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Champagne-style wines -- not just for New Year's anymore

Published: December 26th, 2012 01:42 PM

Like Robert De Niro playing another mob wiseguy or quirky parent, or Jennifer Aniston in yet another romantic comedy, it's time for Champagne and sparkling wine to shed its typecasting.

Champagnes and sparkling wines are often relegated to a swanky kind of stereotype: the bottle of Dom Perignon on a bucket of ice in a nightclub's VIP section; a ceremonial "pop" to toast a prosperous new year; or even just a high-class touch to an otherwise ordinary brunch.

But beyond the scenes of conspicuous consumption or symbolic toasting, something has been lost. Champagne and other styles of sparklers are among the most food-friendly of wines. Make a spot for them at the dining table, not just as a ceremonial kickoff, but throughout a meal, and the flavor rewards are many.

Matthew Lewis, the wine director of Enotria Restaurant Wine Bar, has long touted the food friendliness of bubbly.

"They've been relegated to a wine to toast with at the beginning of a big meals, or these tired pairings that people deem appropriate," said Lewis. "It's not that oysters and Champagne aren't a fantastic pairing, but people don't think outside that box enough. It's a wine that's friendly to many foods."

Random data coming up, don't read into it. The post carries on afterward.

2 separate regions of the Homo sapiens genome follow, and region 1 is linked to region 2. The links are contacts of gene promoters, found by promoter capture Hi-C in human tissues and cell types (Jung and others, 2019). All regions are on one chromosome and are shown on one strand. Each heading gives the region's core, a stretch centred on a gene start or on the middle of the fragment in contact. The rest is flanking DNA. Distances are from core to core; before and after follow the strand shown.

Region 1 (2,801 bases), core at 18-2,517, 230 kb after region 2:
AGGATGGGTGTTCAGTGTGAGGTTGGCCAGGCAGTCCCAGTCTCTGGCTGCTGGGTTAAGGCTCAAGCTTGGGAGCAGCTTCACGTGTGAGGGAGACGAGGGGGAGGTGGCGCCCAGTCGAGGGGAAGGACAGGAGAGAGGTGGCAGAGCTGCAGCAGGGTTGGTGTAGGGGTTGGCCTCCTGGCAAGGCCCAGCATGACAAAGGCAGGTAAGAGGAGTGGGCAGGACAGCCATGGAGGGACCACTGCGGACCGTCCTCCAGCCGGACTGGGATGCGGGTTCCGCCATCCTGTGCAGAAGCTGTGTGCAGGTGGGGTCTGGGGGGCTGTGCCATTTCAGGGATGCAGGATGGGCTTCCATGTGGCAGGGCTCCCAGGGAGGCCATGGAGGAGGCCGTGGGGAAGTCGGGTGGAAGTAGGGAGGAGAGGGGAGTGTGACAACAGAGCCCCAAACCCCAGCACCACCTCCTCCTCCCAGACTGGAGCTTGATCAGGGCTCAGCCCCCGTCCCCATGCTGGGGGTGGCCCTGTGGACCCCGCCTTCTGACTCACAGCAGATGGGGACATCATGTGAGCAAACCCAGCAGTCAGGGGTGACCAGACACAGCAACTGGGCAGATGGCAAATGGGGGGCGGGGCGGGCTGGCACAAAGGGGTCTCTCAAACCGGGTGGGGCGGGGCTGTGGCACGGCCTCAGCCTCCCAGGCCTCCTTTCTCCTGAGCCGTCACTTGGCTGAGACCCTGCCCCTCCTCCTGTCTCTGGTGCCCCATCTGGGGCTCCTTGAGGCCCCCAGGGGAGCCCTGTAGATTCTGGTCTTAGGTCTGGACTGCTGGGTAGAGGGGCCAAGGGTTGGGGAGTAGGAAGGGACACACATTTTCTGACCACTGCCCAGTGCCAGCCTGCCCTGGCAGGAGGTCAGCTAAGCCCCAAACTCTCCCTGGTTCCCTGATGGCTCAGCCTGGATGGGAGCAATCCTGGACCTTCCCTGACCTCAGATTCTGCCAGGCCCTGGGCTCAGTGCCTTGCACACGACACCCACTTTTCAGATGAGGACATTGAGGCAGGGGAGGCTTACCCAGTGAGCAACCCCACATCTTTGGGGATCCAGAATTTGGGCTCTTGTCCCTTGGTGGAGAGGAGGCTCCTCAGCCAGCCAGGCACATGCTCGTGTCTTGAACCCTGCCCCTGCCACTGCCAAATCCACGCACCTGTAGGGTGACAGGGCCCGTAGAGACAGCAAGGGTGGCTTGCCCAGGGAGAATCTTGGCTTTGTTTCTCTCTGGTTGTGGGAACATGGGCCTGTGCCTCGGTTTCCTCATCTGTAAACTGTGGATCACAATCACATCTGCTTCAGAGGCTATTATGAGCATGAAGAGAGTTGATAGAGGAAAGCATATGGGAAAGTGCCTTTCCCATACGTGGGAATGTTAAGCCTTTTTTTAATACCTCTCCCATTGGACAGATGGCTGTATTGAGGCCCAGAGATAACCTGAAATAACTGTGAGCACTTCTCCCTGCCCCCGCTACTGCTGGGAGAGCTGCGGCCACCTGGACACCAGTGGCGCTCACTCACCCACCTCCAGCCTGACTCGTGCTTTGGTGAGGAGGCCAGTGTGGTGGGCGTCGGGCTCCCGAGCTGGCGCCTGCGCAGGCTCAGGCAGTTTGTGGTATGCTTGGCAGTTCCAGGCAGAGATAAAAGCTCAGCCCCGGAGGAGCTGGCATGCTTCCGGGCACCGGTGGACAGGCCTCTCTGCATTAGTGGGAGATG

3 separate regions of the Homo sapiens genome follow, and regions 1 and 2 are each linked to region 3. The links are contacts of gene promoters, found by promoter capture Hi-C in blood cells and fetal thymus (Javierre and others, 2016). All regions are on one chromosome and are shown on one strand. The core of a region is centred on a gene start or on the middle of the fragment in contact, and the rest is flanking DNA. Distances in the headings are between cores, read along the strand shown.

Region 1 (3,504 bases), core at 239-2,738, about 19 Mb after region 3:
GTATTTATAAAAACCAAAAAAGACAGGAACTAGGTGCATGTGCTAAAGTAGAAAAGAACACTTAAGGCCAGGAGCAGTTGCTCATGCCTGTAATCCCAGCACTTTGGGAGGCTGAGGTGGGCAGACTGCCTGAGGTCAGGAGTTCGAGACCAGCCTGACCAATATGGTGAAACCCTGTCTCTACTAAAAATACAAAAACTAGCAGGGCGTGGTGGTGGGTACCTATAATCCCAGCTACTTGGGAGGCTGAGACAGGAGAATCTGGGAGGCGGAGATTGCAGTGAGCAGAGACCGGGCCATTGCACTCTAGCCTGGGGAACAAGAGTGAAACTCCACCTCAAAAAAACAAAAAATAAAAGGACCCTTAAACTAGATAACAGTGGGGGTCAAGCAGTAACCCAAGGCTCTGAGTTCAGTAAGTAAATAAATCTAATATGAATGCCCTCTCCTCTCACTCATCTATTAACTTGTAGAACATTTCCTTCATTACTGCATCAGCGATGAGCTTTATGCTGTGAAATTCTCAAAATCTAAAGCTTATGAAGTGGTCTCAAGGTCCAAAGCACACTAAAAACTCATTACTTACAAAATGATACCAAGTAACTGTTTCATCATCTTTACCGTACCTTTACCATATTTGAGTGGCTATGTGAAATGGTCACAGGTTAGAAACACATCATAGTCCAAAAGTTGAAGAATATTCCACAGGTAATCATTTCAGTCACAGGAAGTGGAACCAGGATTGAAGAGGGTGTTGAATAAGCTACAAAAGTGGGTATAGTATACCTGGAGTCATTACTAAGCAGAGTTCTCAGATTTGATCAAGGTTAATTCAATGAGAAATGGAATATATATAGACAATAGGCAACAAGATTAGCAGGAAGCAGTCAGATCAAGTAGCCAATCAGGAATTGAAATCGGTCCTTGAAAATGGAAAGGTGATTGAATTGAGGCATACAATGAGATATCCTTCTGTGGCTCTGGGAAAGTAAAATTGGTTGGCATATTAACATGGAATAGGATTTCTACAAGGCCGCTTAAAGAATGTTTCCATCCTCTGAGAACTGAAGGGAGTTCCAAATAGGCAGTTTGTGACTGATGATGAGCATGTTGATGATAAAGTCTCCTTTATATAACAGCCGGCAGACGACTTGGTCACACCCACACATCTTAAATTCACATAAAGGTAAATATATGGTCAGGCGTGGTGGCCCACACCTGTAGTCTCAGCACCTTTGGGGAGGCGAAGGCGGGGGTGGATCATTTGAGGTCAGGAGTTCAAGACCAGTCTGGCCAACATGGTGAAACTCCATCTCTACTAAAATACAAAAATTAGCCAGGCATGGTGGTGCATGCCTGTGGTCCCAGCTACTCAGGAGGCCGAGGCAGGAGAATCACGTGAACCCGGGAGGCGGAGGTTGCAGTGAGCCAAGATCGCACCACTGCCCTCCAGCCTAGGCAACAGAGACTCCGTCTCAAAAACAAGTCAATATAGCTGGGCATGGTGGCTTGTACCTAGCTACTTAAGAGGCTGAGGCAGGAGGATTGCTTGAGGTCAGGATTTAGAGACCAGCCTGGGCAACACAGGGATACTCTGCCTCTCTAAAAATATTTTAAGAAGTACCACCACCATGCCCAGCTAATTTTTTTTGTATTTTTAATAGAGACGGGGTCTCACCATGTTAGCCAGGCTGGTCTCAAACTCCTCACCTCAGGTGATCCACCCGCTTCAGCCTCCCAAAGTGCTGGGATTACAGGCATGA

Sparkling wines have plenty of strong suits for dining. They're generally high in acidity, which helps keep the palate juicy while cutting through dishes with a lot of fattiness or richness. Their bubbliness, already beloved for a festive touch and nose-tickling properties, works well to scrub the tongue between courses and keep your mouth feeling fresh for more food. Those bubbles come from the methode champenoise, in which carbon dioxide gas is produced during the fermentation process.

Sparkling wines offer plenty of flavor complexities on their own. Depending on the grapes used in the wine and methods of production, flavors can include tangy citrus, red fruits, biscuit-y yeast notes, touches of pear in prosecco, and sweetness in sparklers that include residual sugar.